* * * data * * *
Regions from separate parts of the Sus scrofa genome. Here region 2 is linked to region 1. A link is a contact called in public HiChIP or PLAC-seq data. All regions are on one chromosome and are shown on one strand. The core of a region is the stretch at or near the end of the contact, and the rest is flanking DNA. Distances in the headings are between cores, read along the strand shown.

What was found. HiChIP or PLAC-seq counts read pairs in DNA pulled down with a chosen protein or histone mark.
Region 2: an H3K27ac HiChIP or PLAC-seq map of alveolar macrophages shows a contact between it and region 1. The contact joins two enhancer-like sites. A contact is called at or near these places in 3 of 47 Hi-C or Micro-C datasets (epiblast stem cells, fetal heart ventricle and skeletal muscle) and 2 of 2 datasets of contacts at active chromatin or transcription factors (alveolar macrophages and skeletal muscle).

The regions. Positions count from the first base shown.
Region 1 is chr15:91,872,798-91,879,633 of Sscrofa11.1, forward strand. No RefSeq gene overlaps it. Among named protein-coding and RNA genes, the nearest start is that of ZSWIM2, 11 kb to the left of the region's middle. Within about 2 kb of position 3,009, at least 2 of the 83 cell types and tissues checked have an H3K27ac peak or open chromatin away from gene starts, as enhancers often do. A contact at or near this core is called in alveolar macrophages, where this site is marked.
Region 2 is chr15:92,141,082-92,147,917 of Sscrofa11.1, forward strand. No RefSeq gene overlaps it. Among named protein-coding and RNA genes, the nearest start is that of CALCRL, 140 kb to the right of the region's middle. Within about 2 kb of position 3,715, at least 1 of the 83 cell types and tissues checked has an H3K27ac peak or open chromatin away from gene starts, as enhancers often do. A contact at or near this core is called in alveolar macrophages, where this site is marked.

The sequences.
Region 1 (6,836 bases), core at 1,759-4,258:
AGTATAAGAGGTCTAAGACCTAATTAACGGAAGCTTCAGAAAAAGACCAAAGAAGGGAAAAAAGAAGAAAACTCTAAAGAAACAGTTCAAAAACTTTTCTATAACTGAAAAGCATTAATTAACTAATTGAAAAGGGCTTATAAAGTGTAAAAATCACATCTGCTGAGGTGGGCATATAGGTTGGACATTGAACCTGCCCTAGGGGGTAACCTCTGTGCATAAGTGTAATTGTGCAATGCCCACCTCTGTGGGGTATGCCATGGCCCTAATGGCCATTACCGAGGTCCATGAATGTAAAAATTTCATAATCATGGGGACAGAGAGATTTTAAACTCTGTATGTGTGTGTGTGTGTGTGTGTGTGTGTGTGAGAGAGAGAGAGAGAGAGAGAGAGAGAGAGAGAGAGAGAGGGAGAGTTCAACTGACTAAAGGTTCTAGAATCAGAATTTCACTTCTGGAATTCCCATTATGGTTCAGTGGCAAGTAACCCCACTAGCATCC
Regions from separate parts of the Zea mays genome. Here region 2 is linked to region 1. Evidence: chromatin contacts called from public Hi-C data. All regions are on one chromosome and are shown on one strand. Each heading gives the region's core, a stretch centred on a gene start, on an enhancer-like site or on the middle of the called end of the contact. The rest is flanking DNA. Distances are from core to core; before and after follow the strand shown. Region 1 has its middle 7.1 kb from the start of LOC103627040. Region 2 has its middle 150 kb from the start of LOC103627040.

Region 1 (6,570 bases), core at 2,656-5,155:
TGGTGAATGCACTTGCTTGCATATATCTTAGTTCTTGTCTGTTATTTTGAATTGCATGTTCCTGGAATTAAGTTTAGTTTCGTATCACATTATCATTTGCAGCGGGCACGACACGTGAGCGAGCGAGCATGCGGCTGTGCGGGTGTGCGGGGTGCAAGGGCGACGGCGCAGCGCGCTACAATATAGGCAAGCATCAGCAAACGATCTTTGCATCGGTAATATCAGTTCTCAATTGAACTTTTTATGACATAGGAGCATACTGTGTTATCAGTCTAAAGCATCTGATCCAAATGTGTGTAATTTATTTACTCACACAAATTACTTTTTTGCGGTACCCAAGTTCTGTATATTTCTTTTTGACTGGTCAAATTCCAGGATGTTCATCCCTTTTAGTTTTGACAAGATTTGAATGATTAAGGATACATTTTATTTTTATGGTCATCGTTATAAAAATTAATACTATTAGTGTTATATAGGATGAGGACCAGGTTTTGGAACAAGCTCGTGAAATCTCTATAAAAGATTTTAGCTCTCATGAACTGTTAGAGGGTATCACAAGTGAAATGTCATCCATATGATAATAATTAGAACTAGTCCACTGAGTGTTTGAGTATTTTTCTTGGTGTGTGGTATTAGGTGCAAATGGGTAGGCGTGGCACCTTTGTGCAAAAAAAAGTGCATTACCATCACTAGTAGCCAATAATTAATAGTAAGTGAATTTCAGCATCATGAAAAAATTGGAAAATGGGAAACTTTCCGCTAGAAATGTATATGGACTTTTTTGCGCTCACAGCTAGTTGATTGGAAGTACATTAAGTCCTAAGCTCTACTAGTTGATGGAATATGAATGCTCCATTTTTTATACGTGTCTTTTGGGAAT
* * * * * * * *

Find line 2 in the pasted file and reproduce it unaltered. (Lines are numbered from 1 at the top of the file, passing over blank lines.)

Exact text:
What was found. HiChIP or PLAC-seq counts read pairs in DNA pulled down with a chosen protein or histone mark.